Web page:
Firefox 3.6

Published on January 22, 2010

As you have undoubtedly heard by now, Firefox 3.6 has been released. I’ve been using it for a few days now (I picked up the release candidate earlier this week), so I have a few thoughts on it.

Faster Performance
If Firefox 3.6 is faster than 3.5, then it’s not by much. I have yet to see any gains. When I installed Firefox 3.6, I blew away my old installation completely. I’m using a new profile, with a fresh install, and cold starts still take upwards of 15 or 20 seconds on my laptop (Core 2 T7400 at 2.16 GHz, with 2 GB of memory, on Win XP). I only store 14 days of history (versus 90 days by default), I turn off the Awesomebar (which I hate), and I only use 7 extensions (Adblock Plus, CoLT, Console2, Firebug, Googlebar Lite, Linkification, and Web Developer), none of which seem to be the problem. Mozilla had better make significant gains here in the future. Browsers like Chrome are literally miles ahead in this realm (Chrome cold-starts on my system in as little as 5 seconds).
HTML 5
I haven’t played with the HTML 5 stuff, but there’s been plenty of news about websites adding HTML 5 variations of their content (like YouTube and Vimeo). The only problem? Firefox doesn’t support the H.264 encoding being used by these sites! I understand their licensing standpoint, but if the world chooses H.264 over OGG, they had better jump on board pretty quick.
Personas
Do we really need Personas? This feels like something that AOL would have rolled out back in the day, for every grandma computer user. The real-time preview mechanism feels very scary to me; the fact that document-level content can alter the look and feel of my web browser feels like a security nightmare waiting to happen. What kinds of exploits will crop up as a result of this?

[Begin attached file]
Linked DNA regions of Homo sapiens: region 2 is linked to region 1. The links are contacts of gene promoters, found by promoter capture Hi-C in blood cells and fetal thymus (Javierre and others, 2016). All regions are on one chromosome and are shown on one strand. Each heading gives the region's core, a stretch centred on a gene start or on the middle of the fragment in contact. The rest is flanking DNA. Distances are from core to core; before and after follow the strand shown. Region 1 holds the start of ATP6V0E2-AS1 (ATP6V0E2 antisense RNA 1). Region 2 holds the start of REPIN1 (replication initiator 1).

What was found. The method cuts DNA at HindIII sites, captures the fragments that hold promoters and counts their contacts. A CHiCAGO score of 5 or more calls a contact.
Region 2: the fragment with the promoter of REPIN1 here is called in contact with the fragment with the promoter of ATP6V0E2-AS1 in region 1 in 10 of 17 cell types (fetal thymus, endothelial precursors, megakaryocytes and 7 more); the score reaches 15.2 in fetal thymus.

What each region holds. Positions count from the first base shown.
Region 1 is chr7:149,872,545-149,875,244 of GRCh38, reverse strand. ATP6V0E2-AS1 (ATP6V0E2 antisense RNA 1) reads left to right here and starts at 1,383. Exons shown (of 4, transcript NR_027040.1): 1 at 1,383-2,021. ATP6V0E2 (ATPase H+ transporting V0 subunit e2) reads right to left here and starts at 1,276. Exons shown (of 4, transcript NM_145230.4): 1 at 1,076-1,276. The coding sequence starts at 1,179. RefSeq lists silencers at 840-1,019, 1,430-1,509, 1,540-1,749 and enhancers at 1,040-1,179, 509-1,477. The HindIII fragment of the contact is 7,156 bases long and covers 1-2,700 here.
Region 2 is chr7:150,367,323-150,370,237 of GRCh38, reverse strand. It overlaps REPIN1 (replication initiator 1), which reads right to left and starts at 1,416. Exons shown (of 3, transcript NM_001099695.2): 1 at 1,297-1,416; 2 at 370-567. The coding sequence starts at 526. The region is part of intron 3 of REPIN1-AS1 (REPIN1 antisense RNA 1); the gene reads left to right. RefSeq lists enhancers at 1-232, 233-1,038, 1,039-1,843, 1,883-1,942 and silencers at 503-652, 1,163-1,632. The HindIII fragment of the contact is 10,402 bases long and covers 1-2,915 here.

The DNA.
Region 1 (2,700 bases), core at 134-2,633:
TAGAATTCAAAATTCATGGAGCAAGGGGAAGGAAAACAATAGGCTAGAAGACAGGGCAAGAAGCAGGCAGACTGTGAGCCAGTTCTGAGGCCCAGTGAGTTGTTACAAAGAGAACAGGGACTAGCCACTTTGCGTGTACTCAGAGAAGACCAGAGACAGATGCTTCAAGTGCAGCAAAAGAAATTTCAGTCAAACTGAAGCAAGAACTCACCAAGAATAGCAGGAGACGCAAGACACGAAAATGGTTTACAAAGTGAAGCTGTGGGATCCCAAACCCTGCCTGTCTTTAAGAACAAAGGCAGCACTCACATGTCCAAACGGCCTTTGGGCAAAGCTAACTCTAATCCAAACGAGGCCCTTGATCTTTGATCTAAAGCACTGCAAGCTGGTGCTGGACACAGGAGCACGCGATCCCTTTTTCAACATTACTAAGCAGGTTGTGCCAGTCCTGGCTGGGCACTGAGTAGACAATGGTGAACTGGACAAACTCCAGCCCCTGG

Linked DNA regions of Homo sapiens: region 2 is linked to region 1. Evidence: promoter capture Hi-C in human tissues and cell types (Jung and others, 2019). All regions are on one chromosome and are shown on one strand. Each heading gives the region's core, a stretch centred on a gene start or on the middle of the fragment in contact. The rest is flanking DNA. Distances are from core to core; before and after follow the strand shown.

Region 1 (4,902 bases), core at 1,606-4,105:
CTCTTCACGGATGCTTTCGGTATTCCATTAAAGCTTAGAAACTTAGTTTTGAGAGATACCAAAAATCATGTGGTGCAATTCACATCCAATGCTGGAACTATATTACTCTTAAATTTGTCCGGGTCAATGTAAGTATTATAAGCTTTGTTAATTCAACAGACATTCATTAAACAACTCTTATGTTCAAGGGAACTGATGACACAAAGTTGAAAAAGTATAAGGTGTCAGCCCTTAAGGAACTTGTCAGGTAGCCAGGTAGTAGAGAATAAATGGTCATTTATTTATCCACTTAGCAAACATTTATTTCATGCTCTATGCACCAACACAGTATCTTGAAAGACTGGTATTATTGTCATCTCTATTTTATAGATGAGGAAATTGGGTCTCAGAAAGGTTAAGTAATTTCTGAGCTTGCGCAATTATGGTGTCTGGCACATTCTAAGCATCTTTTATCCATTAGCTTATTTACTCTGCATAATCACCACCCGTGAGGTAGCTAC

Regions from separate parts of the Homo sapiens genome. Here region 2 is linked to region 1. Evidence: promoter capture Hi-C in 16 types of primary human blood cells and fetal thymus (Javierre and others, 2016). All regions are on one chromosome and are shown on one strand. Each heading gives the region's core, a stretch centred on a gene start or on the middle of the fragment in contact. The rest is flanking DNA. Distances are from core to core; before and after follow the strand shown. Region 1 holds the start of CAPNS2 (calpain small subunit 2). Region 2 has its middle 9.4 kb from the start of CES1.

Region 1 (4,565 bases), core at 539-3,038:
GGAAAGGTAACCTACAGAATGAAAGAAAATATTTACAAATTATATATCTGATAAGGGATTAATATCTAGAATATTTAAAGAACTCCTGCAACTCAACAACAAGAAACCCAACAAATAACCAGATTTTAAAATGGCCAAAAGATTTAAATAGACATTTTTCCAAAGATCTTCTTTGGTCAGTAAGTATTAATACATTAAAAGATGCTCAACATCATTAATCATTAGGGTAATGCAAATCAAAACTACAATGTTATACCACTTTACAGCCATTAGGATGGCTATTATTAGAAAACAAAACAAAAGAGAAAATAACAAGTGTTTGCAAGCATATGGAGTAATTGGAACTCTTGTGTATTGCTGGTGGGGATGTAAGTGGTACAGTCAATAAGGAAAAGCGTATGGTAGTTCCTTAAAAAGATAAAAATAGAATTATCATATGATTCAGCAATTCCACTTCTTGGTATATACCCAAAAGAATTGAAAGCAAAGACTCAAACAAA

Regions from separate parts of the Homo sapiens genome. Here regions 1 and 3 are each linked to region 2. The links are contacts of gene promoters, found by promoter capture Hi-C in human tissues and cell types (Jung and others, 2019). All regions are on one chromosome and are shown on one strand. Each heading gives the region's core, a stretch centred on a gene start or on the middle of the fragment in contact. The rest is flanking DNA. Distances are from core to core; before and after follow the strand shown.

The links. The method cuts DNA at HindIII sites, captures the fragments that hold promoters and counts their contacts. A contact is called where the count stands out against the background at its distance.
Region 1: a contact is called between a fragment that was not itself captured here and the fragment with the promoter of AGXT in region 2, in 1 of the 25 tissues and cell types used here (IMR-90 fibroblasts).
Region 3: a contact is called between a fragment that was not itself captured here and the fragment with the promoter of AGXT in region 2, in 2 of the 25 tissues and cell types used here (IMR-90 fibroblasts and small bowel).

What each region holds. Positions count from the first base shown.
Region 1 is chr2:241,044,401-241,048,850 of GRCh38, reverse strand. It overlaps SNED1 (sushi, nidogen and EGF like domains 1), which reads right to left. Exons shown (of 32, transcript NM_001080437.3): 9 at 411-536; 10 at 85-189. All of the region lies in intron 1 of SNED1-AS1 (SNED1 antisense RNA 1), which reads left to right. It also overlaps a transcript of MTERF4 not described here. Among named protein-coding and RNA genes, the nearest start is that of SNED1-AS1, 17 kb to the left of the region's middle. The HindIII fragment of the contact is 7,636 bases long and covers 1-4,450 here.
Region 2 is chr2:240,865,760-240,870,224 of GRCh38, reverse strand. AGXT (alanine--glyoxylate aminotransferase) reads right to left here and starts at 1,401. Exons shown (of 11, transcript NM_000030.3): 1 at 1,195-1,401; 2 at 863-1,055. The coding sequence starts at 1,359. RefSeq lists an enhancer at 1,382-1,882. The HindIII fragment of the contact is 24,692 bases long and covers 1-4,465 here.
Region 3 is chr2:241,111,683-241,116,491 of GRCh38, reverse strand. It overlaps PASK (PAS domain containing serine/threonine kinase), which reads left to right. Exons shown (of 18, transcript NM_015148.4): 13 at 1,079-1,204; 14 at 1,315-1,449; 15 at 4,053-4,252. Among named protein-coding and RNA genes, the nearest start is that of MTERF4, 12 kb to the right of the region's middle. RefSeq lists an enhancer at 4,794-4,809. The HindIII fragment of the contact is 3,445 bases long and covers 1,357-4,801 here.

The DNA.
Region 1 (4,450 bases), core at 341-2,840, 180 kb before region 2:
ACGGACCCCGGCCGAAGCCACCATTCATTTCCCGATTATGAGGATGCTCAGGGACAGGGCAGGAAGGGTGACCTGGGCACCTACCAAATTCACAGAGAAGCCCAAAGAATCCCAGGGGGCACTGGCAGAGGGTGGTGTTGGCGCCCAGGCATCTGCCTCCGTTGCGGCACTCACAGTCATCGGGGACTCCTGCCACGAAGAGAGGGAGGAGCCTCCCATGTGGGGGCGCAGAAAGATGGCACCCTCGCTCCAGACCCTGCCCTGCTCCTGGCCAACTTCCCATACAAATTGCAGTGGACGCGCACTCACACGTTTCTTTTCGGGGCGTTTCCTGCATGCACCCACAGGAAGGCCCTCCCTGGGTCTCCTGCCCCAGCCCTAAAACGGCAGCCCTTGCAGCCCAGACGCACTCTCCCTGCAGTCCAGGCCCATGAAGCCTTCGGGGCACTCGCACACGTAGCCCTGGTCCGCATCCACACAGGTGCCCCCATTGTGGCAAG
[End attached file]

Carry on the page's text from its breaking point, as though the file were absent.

Plug-in Checker
This is the one feature of 3.6 that I actually appreciate. A new update mechanism allows you to quickly see if your plug-ins are out of date, which was pretty painful before. Unfortunately, I have a number of plug-ins on my laptop here that aren’t recognized by the updater, but maybe that will improve with time.

I’m hoping that the next release of Firefox, whenever that may be, will be a step in the right direction. Lately, Mozilla really seems to be heading into some strange territory. As much as I love Firefox, I’m growing tired of the bloat, I dislike their possible plans to ditch extensions, and the new UI features seem insipid at best.

The only thing holding me back from moving to Chrome (which I also enjoy), is the lack of decent extension support. When that feature gets implemented, I just may switch, so consider yourselves on notice Mozilla. The next Firefox release had better be good to win back my respect.

2 Comments

Michael

Can you elaborate (or post) on your hate for the Awesome Bar?

Jonah

I’ll make a post on the Awesomebar in the coming days.

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